“There’s no direct connection,” Brandon Davis Jennings writes in one essay, “between the time I spent liberating Iraqis who never asked me to liberate them and my broken jaw.” Sentences like these—complicated with a dark irony, a boldness, a measured self-deprecation—ring, memorably, throughout his incredible collection, The Red Book (or Operation Iraqi Freedom is My Fault), and navigate the often blurred boundaries between public and private life, especially in wars which, for Americans, mostly take place on screens. Jennings establishes a voice here—sometimes moving between second and even third person—that’s freshly distinct, unstoppably arresting. His sentences, often kinetic and full of character, sometimes carry a hyperbolic humor which, immediately, ingratiate us to their speaker: “I was in Saudi Arabia before Operation Iraqi Freedom began,” he writes in another essay, “so you can blame me for everything.” Although the explicit irony in a line like this is obvious, what’s not, I think, is the deeper, more subtle effect this seemingly straightforward declaration creates: an ambivalence—a good thing—where the reader is not sure whether to laugh or cry. This ambivalence, a kind of wavering, is one of the many strengths of this collection and shows a speaker who, wisely and beautifully, is self-reflexive, doubtful, uncertain, trying to reach closures related to personal and private memories and traumas though, more often than not, struggling and searching, as we all do. Jennings pushes far beyond tidy tropes and bromides related to topics such as war, soldiering, masculinity, sexual abuse, adolescence, among other things. Most of all, at his core, Jennings is a master storyteller. These are stories where one soldier breaks another soldier’s foot so he “wouldn’t have to go to the desert.” Stories where Jennings sits in Okinawa on a roof with a radio, and lots of rebar, as he guards satellites while imagining the many ways “Terror wants to kill Airman Jennings.” Stories where, while in Saudi Arabia, surrounded by thousands of Peeps marshmallow chicks sent in care packages, Jennings must “pulverize” top secret documents. Jennings elides, and sometimes—to our benefit—shatters many well-worn, often simplistic ideas about war, soldiering, boyhood; he develops an essayistic panorama from lived experience through a voice which is, to a reader, intimate, tangible, and, most of all, devastatingly and wonderfully human. “Airman Jennings is not one man,” he writes, “nor an army of one. He’s just a boy with a radio—and some rebar.” This is one of the most important and powerful essay collections in our post-9/11 America.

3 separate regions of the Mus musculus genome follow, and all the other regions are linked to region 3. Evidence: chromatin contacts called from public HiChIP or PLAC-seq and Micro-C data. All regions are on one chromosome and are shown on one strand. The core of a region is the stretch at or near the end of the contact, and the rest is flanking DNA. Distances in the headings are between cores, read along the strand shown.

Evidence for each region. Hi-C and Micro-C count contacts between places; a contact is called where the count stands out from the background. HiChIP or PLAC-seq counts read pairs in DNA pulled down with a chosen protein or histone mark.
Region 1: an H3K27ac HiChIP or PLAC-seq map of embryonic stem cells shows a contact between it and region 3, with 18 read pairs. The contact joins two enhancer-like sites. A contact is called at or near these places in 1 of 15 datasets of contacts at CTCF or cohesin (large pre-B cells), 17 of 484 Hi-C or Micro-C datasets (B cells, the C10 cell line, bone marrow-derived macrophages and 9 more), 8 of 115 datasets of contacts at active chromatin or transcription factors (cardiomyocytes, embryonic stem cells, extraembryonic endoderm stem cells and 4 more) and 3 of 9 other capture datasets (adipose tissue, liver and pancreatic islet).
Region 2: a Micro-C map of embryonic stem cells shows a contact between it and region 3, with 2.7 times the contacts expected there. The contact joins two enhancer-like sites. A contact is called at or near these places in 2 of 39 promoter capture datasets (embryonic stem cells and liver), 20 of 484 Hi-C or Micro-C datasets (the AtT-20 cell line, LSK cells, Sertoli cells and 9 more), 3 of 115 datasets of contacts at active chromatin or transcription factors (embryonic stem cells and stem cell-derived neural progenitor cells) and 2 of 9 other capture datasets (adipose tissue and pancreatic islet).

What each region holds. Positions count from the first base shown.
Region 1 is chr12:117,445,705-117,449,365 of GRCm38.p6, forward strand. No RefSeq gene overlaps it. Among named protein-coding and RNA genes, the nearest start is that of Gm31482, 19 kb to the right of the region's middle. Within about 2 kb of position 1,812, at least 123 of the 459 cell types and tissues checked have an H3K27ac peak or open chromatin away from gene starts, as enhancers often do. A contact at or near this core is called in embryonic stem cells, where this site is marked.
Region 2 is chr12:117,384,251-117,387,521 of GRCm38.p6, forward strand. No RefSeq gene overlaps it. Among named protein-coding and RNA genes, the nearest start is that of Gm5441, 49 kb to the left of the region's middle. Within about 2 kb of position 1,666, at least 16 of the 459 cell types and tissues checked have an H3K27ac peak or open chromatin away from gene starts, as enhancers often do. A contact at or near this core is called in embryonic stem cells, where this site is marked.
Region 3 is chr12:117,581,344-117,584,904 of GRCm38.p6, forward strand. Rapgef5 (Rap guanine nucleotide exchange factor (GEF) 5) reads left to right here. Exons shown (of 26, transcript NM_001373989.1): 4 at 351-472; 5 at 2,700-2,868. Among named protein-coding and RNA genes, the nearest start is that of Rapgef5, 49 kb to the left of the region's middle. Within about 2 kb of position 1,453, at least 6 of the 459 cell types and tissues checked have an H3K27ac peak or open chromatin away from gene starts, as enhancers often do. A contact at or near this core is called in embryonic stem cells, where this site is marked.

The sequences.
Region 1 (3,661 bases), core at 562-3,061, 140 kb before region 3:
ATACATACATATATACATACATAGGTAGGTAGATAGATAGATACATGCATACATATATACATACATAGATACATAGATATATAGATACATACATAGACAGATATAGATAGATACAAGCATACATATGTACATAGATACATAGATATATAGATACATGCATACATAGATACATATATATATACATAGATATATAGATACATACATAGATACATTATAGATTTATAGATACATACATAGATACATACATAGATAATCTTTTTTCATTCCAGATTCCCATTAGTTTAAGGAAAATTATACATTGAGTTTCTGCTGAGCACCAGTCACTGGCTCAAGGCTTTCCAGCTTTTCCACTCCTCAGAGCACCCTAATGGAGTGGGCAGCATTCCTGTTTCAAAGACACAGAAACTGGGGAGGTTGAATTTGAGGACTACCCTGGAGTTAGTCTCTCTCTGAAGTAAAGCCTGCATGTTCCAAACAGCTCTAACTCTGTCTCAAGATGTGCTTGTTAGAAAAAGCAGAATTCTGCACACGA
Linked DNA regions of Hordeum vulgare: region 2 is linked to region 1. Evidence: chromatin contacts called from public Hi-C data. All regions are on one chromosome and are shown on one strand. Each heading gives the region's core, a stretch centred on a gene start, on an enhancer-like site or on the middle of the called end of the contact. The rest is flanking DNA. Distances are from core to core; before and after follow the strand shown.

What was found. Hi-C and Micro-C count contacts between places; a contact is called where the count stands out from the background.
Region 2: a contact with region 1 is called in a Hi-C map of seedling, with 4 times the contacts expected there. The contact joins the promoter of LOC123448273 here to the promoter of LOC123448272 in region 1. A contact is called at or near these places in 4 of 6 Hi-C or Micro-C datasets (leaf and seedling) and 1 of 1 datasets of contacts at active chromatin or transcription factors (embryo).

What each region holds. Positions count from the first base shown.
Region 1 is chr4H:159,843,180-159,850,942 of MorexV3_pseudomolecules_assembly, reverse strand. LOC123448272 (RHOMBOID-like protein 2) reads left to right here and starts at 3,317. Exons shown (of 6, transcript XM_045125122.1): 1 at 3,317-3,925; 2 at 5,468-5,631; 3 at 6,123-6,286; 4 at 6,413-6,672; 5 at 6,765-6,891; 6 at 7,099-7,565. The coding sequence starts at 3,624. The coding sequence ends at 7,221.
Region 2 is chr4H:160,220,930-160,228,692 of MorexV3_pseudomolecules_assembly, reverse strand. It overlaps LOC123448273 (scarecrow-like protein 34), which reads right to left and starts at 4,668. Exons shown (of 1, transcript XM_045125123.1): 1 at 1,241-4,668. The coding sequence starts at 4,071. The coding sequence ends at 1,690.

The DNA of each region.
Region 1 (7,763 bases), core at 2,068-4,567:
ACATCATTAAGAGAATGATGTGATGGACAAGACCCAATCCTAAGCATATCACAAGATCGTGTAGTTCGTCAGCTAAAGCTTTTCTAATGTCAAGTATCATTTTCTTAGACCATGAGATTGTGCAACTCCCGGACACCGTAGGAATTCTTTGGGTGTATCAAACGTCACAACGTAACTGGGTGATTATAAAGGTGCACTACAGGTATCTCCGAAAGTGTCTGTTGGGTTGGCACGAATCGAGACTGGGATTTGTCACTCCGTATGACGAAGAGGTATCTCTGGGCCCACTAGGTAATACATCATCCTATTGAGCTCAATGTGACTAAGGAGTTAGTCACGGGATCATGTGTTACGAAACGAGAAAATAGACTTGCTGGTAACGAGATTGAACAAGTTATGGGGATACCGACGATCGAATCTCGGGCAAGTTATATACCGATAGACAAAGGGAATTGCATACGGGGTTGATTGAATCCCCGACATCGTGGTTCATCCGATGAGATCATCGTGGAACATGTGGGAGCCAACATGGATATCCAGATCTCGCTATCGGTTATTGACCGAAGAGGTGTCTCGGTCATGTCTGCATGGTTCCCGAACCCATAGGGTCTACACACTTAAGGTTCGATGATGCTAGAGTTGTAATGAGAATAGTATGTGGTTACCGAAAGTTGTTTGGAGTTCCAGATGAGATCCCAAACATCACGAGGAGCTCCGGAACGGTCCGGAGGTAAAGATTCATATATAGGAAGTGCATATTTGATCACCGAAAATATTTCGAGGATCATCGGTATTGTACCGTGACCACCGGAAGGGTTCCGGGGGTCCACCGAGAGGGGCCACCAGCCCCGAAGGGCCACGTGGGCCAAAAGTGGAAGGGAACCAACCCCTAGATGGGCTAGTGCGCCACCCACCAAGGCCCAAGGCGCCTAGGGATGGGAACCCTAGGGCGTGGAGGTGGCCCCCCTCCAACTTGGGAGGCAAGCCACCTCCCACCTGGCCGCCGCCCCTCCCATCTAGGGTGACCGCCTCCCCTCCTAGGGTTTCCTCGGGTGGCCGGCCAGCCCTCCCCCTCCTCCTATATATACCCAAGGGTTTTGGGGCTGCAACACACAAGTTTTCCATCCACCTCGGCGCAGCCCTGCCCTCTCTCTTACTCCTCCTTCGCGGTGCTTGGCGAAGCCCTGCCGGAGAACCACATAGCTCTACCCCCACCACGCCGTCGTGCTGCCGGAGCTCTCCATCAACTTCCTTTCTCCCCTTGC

—Hugh J. Martin, author of The Stick Soldiers
The Red Book is a relentless, frenetic study of memory. Jennings lays his experiences bare, whether they involve the war in Iraq or the wars in one’s head, debating with himself as if there’s an angel on one shoulder and a smart-ass devil on the other. This book tunnels through anger and frustration, humor and absurdity, and somewhere in that blur where boyhood becomes manhood, Jennings breaks through to daylight, a husband and father grateful for the place where he now stands.

Adam Schuitema, author of The Things We Do That Make No Sense
In The Red Book (or Operation Iraqi Freedom is My Fault), Brandon Davis Jennings assembles a landscape of memories, redactions and ruthless truths as he draws from a journal he kept as a teenager and his life as an airman serving in Saudi Arabia. “Real war stories aren’t about excitement and adventure—they’re about facts,” he says, and these aren’t just war stories. These essays are slyly evasive and playfully circuitous as they weave through fact and fiction and erasure, only arrive with an unwavering gaze on the ways that a man’s childhood homes, his boredom in the desert, and even the voices in his head can be as brutal as the battlefield. Jennings has written a bold, daring book that is unflinchingly about what it means to stay alive.

— W. Todd Kaneko, Author of The Dead Wrestler Elegies and Co-author of Poetry: A Writers Guide and Anthology

This energetic book keenly illuminates an absurd world—a world of soldiers who bury tires in sand, and of football players who claim real men do not wear sunscreen, and of people who believe memories can be destroyed as easily as documents. “The world works without our help and without concern for what we notice,” Jennings writes. Yet, here he is, struggling to help and to notice it all. Somehow even the reader feels noticed, befriended, as—with humor and grief—Jennings walks a switchback path to a kind of wisdom.
— --Brad Modlin, author of Everyone at this Party Has Two Names